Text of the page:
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Dognapping On the Rise—Protect Your Pet

Thursday, August 2, 2012 - 11:15am
terrier

Pet theft is on the rise. The American Kennel Club, which has been tracking pet thefts since 2007, reported a 32% increase in dog thefts last year.

While some animals are snatched from their yards or during home invasions, opportunistic thieves most commonly steal dogs left in cars or tied up outside stores. In the ASPCA’s hometown of New York City, dognappings skyrocket every summer as pet parents take advantage of nice weather to combine dog-walking with errand-running.

Protect Your Pet
Avoid becoming a victim of this heartbreaking crime!

  • When running errands around town, visit pet-friendly establishments or please leave your dog at home.
  • Keep a close eye on your pet in designated off-leash areas, where he could become a target for criminals looking to make a quick buck. (Pet thieves often try to resell—or even hold for ransom—stolen dogs.)
  • Avoid leaving your pet unattended in the front yard, especially if your lawn is exposed or accessible.
  • The same rules apply for leaving your pet tied up outside a store. In addition to being vulnerable to theft and teasing, your dog might escape or get injured.
  • Microchip your pet! Microchipping can often mean the difference between temporary and permanent separation from your furry loved one.

For more important information about what to do if your pet is missing, please read our article on Finding a Lost Pet.

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Tanya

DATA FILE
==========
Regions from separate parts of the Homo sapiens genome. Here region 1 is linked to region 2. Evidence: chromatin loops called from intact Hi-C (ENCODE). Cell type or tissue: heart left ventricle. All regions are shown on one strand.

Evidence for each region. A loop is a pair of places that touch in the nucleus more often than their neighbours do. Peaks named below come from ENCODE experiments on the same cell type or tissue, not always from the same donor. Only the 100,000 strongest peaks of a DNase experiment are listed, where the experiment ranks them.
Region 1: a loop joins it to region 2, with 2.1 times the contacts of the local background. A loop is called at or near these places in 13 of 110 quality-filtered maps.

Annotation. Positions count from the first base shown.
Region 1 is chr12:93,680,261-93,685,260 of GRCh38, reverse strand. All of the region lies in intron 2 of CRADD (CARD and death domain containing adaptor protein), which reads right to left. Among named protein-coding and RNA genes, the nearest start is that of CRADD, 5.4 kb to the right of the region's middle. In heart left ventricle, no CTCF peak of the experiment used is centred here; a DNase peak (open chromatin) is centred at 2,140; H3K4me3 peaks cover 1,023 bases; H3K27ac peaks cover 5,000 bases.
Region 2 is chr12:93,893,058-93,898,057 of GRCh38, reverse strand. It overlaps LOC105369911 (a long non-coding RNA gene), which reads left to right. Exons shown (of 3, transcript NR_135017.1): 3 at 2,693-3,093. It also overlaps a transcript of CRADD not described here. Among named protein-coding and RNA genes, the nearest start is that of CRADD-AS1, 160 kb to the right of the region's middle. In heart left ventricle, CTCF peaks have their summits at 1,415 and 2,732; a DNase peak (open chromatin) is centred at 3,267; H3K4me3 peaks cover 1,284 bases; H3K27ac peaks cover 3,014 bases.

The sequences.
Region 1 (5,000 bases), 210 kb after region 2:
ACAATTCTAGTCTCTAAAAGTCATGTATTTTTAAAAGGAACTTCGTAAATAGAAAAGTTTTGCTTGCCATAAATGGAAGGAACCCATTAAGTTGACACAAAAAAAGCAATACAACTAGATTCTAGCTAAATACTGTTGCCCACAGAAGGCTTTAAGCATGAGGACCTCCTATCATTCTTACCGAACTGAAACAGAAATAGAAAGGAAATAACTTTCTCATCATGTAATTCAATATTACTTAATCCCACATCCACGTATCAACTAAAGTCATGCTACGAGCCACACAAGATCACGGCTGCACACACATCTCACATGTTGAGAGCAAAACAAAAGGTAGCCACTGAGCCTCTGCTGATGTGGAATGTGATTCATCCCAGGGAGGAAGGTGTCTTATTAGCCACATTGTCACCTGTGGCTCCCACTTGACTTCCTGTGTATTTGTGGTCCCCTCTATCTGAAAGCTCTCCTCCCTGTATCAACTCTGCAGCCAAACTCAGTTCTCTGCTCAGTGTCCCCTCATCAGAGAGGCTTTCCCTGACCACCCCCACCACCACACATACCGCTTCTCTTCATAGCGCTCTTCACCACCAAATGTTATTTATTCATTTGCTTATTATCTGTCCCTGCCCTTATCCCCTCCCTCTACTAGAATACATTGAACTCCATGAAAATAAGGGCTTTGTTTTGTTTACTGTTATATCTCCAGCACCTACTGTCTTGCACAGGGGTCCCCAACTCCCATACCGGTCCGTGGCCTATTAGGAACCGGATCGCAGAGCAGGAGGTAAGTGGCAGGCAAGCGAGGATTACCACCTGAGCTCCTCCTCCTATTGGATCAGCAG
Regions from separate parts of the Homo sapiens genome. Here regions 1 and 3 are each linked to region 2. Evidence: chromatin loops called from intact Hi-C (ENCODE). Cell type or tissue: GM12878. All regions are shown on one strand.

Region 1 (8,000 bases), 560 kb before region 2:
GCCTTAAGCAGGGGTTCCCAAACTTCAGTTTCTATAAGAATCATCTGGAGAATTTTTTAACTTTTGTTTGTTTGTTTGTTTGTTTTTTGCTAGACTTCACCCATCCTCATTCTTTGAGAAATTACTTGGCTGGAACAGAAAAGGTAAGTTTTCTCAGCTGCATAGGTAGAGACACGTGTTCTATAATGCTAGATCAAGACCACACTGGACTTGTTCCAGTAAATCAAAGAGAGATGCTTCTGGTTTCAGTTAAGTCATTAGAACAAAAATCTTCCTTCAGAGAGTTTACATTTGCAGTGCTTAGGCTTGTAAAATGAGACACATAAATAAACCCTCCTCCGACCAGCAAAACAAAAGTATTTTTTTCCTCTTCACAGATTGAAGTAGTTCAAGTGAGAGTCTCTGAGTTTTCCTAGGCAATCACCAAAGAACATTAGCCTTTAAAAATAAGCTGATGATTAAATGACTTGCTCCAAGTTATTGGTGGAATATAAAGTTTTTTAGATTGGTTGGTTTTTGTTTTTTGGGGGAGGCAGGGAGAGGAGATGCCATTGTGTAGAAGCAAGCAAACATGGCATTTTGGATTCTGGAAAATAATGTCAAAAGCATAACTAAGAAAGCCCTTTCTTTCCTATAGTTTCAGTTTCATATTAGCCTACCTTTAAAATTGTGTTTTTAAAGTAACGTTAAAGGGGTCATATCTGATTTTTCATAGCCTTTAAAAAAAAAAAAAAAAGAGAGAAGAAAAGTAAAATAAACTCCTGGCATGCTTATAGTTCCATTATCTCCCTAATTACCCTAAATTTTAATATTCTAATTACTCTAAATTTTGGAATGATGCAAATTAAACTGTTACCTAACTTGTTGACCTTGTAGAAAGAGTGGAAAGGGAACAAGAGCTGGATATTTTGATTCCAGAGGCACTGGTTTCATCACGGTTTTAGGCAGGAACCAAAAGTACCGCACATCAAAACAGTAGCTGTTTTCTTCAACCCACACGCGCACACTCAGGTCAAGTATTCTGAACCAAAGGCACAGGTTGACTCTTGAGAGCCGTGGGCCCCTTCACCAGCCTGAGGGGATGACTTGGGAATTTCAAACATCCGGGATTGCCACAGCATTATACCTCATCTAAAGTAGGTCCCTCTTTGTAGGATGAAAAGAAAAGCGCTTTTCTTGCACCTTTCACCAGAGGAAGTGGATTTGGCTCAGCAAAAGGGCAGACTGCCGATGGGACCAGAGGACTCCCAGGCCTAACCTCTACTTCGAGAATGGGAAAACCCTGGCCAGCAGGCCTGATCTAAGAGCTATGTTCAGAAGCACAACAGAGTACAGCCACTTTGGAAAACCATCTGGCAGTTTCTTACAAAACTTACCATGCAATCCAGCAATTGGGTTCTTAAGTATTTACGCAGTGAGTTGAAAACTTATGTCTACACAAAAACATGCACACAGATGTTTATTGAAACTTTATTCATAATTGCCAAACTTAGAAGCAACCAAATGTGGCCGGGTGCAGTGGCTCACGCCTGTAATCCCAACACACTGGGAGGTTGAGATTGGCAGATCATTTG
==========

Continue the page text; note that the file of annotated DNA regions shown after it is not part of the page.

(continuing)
I do believe Kacey has a very good point. However, when calling the authorities, I would wonder how quickly they would or could respond due an array of variables such as staffing, location of distressed animal & jurisdiction, priority of situation compared to another. Those things are taken into consideration and there is the possibility of the obvious good samaritan who wants to help and does all the right things but they don't have all the right information. So if I see a tied up animal in a hot sun suffering I would do my best to not be considered a "thief" but I would do whatever was necessary to keep that animal from suffering anymore.:)

teebug

If I felt the dog was in immediate danger, I wouldn't hesitate to get the dog out of the car or to untie him. I would also contact the authorities and the Humane Society, Animal Control, whoever it took to make sure the dog was safe and the owner was confronted about not taking proper care of the animal. I don't care if the owner feel I'm being judgemental or not minding my own business. My concern is for the health, well-being, and life of an innocent animal who cannot help itself in a dangerous situation. These animals depend on their owners to take care of them, protect them, love them, and have their best interests at heart. Like to say I'm sorry if this makes the guilty parties angry, but again, my concern is for these innocent, helpless babies, not the owners.

Lucee

Good advice-- cooler heads prevail! If you see a dog or any other animal in danger, whether tied, enclosed or abused-- call the police. I live near the beach and many people enjoy the cool breezes and decide to stroll the beach-- BUT leave Fido in the HOT car!! Creeps, I know! Well, the police respond in just minutes and they OPEN that car, retrieve the pet and find the owner, with a citation, sometimes MORE. To avoid making a mark as an hysteric (which is what PETA gets labeled often for crazy antics outside the law) we have to be responsible enough to do the right thing-- so we can further the cause of animal rights...not DETER supporters because "we" look like "nutcases." However...IF there's NO police forthcoming....do what you have to and trust the judicial system to support "the right thing."

Sally

I own and operate a non-profit dog rescue in TN and our adoption fee is $75.00 which helps off-set the cost of the dog's spay/neuter surgery. We are not permitted, by law, to adopt out an "intact" dog so every dog is required to be sterilized and up-to-date on their shots. This is expensive (85 for females and 65 for males) Since rescues don't usually receive any financial support except the adoption fee, we really have no choice but to charge a fee in order to continue to rescue dogs in need. If you can't afford a nominal fee, how will you affort vet annual vet fees, the food, toys, ect. required to care for a dog. Just asking?

Brian